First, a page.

County supervisors – most elected after the 2007 secret deal – are themselves now asking uncomfortable questions about how this approach was struck and how long taxpayers have to keep paying extra.

There’s no solution to that yet, just ugly debates from the supervisors’ dais.

In the meantime, we taxpayers get to keep paying double.

Just like we get to pay for a totally secret set of lawyers who now investigate official corruption allegations in the wake of the 2012 Carlos Bustamante scandal – where a GOP Hispanic councilman from Santa Ana was given a sweet job in the OC Public Works department and apparently spent much of his time focusing on sex with his subordinates.

Bustamante now faces a trial on charges he was committing sex crimes against those female workers. He denies any criminal wrongdoing.

Keep in mind that six months before Bustamante was arrested in July 2012, Orange County supervisors had quietly allowed him to resign with a 90-day severance check and a confidentiality agreement.

It was only after a mysterious internal audit report (which we’ve never seen) that the issue was forced back into a February 2012 closed session – and an automatic referral was triggered to the DA.

Voice of OC had to go to court – eventually winning a judgment of more than $120,000 in legal fees against the County of Orange – just to get a few public records shedding light on official decision making during that crisis.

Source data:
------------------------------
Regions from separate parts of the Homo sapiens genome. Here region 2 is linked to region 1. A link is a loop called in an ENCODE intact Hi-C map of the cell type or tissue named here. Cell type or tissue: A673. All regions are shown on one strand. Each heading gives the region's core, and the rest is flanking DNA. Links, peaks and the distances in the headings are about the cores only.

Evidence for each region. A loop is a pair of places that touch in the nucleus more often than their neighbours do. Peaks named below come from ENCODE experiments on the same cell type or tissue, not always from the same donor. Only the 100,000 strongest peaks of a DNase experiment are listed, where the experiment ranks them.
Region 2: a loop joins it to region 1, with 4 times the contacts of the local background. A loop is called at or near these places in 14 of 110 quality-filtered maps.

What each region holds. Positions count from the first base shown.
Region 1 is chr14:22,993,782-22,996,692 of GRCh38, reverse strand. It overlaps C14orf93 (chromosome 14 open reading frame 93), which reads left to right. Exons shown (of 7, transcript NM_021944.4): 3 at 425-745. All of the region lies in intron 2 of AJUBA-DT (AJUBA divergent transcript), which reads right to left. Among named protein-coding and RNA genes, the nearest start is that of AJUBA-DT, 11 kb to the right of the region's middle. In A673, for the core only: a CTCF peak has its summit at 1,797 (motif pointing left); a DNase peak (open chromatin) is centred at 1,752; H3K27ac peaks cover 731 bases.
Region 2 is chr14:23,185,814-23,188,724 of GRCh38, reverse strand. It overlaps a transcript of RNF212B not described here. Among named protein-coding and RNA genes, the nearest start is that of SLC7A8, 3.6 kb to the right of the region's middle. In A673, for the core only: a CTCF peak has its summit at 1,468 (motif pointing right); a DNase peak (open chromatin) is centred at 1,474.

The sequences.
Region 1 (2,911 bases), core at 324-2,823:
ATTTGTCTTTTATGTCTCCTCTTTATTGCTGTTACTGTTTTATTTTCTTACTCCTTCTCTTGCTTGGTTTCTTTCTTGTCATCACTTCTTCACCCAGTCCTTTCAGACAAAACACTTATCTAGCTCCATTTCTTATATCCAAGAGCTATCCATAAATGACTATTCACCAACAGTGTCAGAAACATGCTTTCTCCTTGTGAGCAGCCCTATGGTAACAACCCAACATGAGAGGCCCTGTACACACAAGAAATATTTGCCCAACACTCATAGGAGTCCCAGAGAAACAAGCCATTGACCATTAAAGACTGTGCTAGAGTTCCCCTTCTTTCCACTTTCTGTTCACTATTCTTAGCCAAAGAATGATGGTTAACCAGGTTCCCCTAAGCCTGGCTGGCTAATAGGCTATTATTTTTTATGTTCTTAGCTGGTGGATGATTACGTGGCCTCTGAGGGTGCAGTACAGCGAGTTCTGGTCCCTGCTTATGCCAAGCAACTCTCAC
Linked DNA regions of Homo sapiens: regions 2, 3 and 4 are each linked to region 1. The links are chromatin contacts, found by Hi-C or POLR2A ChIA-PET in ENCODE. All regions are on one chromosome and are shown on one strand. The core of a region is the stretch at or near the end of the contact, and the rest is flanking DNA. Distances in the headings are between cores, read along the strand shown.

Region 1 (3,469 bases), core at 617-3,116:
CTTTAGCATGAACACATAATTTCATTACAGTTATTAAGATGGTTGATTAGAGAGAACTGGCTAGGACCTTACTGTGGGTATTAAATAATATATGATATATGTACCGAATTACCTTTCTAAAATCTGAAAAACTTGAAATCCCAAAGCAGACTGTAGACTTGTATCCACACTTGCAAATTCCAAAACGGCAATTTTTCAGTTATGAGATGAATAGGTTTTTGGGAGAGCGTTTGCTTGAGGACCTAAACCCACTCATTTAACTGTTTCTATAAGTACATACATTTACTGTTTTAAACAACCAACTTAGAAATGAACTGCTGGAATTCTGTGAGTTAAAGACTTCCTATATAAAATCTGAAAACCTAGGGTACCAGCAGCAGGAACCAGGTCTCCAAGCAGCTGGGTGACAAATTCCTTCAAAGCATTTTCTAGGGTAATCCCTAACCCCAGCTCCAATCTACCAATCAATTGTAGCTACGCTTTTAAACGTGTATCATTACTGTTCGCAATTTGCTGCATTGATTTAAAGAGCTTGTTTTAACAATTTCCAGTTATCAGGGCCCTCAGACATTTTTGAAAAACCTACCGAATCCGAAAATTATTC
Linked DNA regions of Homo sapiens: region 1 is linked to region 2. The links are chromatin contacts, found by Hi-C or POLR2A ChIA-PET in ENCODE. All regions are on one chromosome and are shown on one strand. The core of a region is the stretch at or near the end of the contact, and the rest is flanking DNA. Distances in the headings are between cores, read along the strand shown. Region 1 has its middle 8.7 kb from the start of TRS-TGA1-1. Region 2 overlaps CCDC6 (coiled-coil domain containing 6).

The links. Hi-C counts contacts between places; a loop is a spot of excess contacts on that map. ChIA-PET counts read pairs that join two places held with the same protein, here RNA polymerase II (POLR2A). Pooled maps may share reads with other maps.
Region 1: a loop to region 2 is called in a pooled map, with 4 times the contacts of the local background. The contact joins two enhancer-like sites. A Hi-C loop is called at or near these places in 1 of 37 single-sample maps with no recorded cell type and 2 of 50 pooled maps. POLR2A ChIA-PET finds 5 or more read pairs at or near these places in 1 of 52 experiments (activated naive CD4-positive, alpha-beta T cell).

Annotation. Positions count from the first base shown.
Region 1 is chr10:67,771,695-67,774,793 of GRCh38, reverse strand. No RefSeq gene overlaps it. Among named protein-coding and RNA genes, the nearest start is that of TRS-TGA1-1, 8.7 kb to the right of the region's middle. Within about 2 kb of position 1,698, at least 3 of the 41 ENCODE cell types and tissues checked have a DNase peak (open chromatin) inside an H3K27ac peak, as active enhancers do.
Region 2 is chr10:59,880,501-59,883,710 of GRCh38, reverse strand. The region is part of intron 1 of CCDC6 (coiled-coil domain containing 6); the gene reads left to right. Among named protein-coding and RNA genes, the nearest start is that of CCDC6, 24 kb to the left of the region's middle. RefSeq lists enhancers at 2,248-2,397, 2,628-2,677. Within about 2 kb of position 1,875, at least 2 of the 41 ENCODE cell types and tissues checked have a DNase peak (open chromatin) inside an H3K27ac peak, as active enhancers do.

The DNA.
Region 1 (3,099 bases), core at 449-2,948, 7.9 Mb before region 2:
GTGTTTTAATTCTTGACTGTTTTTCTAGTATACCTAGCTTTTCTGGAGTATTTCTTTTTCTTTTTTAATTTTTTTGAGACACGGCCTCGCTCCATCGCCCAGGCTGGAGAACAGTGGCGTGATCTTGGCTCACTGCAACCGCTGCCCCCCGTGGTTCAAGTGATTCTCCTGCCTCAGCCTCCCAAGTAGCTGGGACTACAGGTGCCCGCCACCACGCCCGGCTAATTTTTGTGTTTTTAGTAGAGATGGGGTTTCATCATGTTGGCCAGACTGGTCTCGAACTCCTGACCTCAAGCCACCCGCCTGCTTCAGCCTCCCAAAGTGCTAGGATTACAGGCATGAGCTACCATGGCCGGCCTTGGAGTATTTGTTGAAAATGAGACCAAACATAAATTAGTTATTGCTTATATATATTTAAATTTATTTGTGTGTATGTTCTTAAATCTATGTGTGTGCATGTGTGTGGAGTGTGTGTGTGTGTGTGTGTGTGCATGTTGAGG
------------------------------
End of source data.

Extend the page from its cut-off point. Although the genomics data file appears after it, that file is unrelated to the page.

Now, as part of the post-Bustamante openness reforms touted by county supervisors, complaints about high-ranking officials go to lawyers quietly hired by the county to investigate allegations.

And guess what?

In the three years since Bustamante, none of these secret legal investigations has resulted in any kind of sanctions or released any public findings of wrongdoing by any top county executive or elected leader.

We’ve never even seen copies of complaints, nor any kind of detailed status report about investigations, conclusions or sanctions.

Again and again, the standard in OC for official corruption probes is stall, stall and stall.

In this kind of environment, it’s easy to understand how citizens may have to institute some sort of independent accountability mechanism for local government.